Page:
Some will say that President Bush, in nominating D.C. Circuit Court Judge John Roberts to the U.S. Supreme Court, has selected a fine attorney with a distinguished academic record and a host of friends willing to testify to his brilliance, modesty and good character. But when the stakes are this high, we need to look at the truth — the whole truth. And unfortunately Judge Roberts — now poised to take a lifetime position as a final arbiter of the U.S. Constitution — has chosen in his career to erode fundamental rights, rather than defend them. Roberts has been openly hostile to the fundamental right to privacy affirmed by Roe v. Wade, and he implemented legal strategies that would lead to its reversal. He argued before the Supreme Court in Rust v. Sullivan in support of a gag rule on doctors working in family-planning programs receiving federal funds, effectively barring them from counseling patients on abortion as an option. And though the merits of Roe were not at issue in the case, he gratuitously stated that “Roe was wrongly decided and should be overruled.”
Some will say that in the confirmation hearing for his current seat on the U.S. Court of Appeals for the District of Columbia Circuit, Roberts acknowledged that Roe is “settled law.” But that is of little comfort. The truth — the whole truth — is that as a Supreme Court justice, Roberts would have the opportunity to create precedent, not merely follow it. And the outright reversal of Roe v. Wade is not necessary to render its protections moot. Roe has already been wounded by many unreasonable restrictions and will die a death by a thousand cuts should Roberts confirm our fears and join his philosophical allies on the Supreme Court.
And make no mistake: The clock is ticking. The court is expected to hear a case in its next session considering whether a woman’s health can be held hostage to laws restricting medical abortion options.
Roberts has also acted against the bedrock of separation between religion and state. In Lee v. Weisman he argued in favor of clergy prayers at public-school ceremonies and in all aspects of “our public life,” as expressions of our “nation’s religious heritage.” He argued to replace the standard that forbids government officials from acting with a religious agenda, endorsing religion, or excessively entangling government and religion with a more permissive test allowing government to sponsor religious expression that is not “coercive.”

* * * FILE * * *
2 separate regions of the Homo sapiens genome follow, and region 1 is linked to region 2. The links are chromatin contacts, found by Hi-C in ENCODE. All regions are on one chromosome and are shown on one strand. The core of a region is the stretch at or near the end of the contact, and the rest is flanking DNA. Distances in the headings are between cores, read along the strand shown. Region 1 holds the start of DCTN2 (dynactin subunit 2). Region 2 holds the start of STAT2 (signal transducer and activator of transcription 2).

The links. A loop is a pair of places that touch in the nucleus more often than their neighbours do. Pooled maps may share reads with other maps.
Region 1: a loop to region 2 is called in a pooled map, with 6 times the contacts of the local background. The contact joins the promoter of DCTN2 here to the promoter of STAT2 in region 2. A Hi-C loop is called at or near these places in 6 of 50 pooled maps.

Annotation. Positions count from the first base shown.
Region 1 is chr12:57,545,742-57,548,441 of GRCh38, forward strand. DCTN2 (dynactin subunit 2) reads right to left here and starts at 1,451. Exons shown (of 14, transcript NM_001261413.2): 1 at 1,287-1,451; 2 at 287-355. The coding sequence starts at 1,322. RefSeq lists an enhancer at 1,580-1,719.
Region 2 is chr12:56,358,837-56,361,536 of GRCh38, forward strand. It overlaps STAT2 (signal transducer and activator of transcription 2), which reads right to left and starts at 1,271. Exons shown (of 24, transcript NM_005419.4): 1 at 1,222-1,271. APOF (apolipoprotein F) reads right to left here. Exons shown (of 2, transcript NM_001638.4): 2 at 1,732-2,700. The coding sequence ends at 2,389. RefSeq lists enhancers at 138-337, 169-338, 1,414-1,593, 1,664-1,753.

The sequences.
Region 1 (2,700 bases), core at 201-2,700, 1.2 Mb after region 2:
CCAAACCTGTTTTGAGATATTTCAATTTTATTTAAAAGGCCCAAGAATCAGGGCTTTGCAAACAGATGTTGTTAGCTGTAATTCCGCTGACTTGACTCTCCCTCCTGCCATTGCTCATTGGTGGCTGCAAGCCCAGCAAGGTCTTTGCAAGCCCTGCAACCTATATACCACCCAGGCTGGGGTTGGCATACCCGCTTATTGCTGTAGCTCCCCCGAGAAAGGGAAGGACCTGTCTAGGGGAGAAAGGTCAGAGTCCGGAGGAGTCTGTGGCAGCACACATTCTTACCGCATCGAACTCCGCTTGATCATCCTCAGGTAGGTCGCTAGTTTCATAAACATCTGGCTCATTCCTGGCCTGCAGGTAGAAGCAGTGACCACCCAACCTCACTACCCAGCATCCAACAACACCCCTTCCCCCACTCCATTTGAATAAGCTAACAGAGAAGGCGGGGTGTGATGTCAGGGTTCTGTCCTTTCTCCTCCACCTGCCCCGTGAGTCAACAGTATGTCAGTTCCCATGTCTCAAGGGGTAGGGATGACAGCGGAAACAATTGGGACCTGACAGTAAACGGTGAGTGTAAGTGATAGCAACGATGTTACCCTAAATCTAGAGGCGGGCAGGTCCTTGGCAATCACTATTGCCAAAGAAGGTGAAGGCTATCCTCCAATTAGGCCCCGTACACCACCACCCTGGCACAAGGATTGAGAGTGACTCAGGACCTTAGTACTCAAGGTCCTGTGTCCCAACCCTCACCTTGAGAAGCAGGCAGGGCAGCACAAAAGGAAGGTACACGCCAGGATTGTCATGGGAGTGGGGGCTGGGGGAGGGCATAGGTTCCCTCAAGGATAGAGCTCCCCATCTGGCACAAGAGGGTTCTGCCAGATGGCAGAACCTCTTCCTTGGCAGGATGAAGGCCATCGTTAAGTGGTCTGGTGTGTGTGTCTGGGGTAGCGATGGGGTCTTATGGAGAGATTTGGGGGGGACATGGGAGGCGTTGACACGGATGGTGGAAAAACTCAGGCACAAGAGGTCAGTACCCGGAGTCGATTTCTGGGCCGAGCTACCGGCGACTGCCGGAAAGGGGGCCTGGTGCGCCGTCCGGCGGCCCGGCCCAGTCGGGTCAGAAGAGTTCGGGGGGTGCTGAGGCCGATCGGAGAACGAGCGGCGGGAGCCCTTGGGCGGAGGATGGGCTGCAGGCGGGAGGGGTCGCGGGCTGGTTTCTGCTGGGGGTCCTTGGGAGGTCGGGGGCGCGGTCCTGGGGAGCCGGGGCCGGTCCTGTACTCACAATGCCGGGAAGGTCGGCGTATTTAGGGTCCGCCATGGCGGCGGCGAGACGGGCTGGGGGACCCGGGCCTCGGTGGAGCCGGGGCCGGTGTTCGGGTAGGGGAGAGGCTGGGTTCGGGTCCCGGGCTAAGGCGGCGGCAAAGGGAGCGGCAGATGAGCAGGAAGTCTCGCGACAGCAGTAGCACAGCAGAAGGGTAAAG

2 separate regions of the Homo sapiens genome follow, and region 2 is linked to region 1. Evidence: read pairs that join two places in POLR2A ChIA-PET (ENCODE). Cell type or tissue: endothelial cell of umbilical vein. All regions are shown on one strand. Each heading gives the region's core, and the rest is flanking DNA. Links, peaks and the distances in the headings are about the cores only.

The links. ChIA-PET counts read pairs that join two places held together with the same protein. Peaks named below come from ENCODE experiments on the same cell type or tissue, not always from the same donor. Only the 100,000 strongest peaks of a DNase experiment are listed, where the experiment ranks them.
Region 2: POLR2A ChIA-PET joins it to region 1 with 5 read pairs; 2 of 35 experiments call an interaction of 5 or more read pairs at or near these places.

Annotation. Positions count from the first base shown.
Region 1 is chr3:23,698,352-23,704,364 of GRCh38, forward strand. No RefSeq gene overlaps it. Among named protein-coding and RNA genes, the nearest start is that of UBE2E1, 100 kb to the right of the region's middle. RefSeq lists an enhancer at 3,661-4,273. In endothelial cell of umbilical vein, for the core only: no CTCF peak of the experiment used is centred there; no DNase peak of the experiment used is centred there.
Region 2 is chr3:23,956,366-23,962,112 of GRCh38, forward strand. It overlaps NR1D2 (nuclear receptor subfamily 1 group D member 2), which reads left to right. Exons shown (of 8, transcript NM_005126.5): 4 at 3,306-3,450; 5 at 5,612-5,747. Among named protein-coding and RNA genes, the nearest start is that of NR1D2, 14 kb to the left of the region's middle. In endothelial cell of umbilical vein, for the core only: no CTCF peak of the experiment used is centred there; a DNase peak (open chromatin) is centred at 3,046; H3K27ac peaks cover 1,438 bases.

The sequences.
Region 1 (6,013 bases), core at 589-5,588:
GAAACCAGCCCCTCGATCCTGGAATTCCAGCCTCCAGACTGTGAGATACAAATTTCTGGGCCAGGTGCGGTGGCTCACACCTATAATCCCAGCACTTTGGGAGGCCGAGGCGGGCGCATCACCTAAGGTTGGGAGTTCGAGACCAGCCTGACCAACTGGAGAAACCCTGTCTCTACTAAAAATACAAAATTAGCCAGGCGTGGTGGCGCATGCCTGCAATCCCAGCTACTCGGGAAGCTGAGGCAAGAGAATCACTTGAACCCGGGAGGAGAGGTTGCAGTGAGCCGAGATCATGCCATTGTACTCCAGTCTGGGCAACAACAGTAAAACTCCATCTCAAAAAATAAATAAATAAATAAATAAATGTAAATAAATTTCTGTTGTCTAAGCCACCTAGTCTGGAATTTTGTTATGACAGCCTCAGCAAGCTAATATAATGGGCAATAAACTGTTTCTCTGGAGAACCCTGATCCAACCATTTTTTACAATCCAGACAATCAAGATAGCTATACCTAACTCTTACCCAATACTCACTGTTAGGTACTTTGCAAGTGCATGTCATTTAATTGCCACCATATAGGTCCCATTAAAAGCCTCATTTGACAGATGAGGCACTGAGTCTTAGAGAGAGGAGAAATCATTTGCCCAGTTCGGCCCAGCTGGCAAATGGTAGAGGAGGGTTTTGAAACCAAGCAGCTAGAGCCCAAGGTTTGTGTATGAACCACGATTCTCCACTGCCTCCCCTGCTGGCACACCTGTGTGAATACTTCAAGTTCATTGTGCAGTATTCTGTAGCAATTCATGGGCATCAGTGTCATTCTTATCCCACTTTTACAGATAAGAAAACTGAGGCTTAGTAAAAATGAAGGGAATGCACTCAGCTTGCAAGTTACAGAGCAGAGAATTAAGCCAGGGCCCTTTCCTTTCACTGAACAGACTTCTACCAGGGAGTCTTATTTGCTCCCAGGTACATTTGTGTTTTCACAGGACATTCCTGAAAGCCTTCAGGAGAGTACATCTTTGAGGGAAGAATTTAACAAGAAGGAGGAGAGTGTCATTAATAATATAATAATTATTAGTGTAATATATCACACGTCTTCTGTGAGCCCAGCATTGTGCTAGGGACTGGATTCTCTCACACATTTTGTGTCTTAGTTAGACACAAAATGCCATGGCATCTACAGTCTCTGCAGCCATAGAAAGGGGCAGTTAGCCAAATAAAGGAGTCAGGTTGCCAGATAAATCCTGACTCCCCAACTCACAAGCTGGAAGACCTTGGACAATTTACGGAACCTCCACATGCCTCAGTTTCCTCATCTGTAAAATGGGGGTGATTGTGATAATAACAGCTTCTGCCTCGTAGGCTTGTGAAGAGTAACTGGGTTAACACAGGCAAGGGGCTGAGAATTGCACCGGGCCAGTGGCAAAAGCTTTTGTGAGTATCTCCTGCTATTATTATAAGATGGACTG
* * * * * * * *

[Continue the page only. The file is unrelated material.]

Some will say these are mere technicalities. But the truth — the whole truth — is that this is a very slippery slope. If we lose one right, we can lose them all. As Jews we know what it means to have liberties stripped away. We know what it means to have our privacy threatened. And we know what it means to be compelled to suppress our own religious beliefs in order to survive in a society that imposes another religion’s beliefs on us instead.
Simply put, the hallmark of democracy is religious freedom. The Jewish community has thrived in this country largely because of this freedom. And we will suffer greatly if that freedom is lost.
The proverbial writing is on the wall. There is nothing in Roberts’ writings or public utterances that would lead us to believe he would rule contrary to the arguments he has made in his career if given the latitude to do so. He will certainly have this latitude on the Supreme Court.
Roberts has allied himself with the most conservative forces in the legal profession by the positions he has taken. And when predicting how any nominee might rule on the court, it is certainly appropriate to look where he places himself, what clients he has chosen and what views he has selected to espouse for them. It defies the lessons of human experience to think that Roberts will change the views held for his entire adult life once on the Supreme Court bench.
Some will say there is nothing for us to do but wait and see if the Senate confirms Roberts. But the truth — the whole truth — is that each of us has a voice and a stake in this confirmation process. If he is confirmed, Roberts is likely to set the course for the court and our personal liberties for decades to come.
In the next two months, as our senators consider the future of John Roberts, we should consider our own future. Groups like the National Council of Jewish Women have been speaking out to the decision makers in Washington, leading the charge to protect our fundamental freedoms. Isn’t it time we all took a stand? Our senators need to hear from us. If not now, when?
Phyllis Snyder is president of the National Council of Jewish Women (www.ncjw.org). NCJW is a volunteer organization, inspired by Jewish values, that works to improve the quality of life for women, children and families and to ensure individual rights and freedoms for all through its network of 90,000 members, supporters, and volunteers nationwide.
The Archive of the Jewish Telegraphic Agency includes articles published from 1923 to 2008. Archive stories reflect the journalistic standards and practices of the time they were published.